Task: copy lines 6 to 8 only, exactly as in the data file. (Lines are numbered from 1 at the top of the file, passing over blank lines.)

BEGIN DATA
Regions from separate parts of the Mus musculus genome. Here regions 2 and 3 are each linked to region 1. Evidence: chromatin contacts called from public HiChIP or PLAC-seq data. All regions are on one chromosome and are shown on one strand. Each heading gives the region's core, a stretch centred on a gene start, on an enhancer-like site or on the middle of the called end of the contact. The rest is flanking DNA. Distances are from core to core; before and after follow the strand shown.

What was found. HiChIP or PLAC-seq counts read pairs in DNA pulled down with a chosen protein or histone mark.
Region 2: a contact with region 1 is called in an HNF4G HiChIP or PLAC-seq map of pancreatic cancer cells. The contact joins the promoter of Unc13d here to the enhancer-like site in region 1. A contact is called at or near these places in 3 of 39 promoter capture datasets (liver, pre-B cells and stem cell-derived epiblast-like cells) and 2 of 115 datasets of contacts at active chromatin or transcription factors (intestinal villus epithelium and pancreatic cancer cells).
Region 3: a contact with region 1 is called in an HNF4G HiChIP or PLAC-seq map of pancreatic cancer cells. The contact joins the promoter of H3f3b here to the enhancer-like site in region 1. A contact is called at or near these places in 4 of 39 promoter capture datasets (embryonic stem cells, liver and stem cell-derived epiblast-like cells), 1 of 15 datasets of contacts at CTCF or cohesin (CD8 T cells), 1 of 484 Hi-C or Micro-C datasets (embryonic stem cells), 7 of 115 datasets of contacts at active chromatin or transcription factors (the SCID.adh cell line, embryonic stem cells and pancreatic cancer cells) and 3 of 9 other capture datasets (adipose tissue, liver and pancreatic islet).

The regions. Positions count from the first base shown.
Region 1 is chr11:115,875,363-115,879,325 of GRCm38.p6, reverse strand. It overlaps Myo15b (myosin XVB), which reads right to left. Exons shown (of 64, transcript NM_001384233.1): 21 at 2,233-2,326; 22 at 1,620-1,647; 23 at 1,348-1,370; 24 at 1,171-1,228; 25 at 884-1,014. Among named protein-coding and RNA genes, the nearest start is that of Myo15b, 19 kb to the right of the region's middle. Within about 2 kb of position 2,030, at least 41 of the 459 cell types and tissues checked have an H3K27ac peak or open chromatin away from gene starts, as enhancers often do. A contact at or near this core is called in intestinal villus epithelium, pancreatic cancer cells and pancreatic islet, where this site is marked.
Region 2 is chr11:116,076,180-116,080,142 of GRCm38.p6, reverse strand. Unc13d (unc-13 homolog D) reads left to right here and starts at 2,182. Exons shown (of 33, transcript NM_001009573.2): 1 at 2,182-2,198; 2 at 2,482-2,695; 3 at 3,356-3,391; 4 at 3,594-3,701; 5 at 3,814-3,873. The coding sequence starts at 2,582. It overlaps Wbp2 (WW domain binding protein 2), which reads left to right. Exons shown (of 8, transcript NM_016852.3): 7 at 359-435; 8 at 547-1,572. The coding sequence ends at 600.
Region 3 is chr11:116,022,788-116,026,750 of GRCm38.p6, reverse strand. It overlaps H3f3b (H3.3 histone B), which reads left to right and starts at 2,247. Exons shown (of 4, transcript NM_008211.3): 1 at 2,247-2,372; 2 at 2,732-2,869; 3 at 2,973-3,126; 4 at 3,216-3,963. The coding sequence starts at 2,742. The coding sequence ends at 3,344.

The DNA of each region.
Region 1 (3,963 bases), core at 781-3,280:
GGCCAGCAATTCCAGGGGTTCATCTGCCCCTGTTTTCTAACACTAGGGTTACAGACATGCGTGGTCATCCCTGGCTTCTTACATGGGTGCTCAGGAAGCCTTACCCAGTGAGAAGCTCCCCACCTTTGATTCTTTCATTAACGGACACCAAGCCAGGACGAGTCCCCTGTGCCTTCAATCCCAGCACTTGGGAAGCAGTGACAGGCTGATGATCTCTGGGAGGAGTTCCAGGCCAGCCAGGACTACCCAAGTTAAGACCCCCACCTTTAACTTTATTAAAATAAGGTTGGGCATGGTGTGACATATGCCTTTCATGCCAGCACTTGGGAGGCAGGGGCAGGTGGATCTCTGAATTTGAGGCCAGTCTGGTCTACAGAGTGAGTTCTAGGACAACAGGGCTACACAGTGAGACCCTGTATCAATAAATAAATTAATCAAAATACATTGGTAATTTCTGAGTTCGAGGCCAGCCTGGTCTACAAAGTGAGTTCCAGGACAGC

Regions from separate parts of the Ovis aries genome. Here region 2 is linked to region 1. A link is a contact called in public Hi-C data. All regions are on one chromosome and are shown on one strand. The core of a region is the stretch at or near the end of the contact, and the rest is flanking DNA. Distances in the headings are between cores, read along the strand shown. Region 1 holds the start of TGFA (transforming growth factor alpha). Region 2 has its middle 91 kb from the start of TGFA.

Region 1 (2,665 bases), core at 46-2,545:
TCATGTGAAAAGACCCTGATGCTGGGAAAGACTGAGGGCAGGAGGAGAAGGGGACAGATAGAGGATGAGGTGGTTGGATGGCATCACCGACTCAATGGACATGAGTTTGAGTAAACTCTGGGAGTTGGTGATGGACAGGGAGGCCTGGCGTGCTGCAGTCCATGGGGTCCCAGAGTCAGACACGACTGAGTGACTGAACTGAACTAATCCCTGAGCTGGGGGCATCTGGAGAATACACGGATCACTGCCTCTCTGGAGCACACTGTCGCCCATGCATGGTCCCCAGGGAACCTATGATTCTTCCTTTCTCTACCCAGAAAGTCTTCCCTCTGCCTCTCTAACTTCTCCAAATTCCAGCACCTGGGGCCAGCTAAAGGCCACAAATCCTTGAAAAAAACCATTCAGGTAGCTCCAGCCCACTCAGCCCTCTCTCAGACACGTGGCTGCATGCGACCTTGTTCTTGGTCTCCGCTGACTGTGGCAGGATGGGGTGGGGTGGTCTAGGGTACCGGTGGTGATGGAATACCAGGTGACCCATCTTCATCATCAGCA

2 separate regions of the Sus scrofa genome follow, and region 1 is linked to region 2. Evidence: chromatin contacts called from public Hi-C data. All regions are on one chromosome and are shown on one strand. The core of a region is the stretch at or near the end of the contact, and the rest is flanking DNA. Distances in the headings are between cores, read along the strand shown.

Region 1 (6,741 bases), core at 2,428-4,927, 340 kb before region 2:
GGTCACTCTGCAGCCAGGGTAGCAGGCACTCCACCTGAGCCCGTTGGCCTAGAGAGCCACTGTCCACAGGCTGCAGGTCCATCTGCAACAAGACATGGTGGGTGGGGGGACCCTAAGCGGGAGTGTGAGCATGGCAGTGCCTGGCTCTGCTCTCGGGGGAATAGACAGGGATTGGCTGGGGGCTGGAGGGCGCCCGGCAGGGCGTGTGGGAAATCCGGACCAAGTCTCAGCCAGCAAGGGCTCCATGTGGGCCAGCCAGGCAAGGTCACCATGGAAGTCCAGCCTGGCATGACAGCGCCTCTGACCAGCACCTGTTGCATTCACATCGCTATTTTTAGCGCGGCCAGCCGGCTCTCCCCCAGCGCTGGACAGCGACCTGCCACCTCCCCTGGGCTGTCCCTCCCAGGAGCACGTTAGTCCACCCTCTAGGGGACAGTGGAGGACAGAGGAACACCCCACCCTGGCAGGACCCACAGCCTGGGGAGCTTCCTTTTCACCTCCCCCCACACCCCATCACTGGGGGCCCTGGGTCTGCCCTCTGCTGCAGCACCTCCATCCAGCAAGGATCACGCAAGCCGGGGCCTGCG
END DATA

Region 1 is chr11:115,875,363-115,879,325 of GRCm38.p6, reverse strand. It overlaps Myo15b (myosin XVB), which reads right to left. Exons shown (of 64, transcript NM_001384233.1): 21 at 2,233-2,326; 22 at 1,620-1,647; 23 at 1,348-1,370; 24 at 1,171-1,228; 25 at 884-1,014. Among named protein-coding and RNA genes, the nearest start is that of Myo15b, 19 kb to the right of the region's middle. Within about 2 kb of position 2,030, at least 41 of the 459 cell types and tissues checked have an H3K27ac peak or open chromatin away from gene starts, as enhancers often do. A contact at or near this core is called in intestinal villus epithelium, pancreatic cancer cells and pancreatic islet, where this site is marked.
Region 2 is chr11:116,076,180-116,080,142 of GRCm38.p6, reverse strand. Unc13d (unc-13 homolog D) reads left to right here and starts at 2,182. Exons shown (of 33, transcript NM_001009573.2): 1 at 2,182-2,198; 2 at 2,482-2,695; 3 at 3,356-3,391; 4 at 3,594-3,701; 5 at 3,814-3,873. The coding sequence starts at 2,582. It overlaps Wbp2 (WW domain binding protein 2), which reads left to right. Exons shown (of 8, transcript NM_016852.3): 7 at 359-435; 8 at 547-1,572. The coding sequence ends at 600.
Region 3 is chr11:116,022,788-116,026,750 of GRCm38.p6, reverse strand. It overlaps H3f3b (H3.3 histone B), which reads left to right and starts at 2,247. Exons shown (of 4, transcript NM_008211.3): 1 at 2,247-2,372; 2 at 2,732-2,869; 3 at 2,973-3,126; 4 at 3,216-3,963. The coding sequence starts at 2,742. The coding sequence ends at 3,344.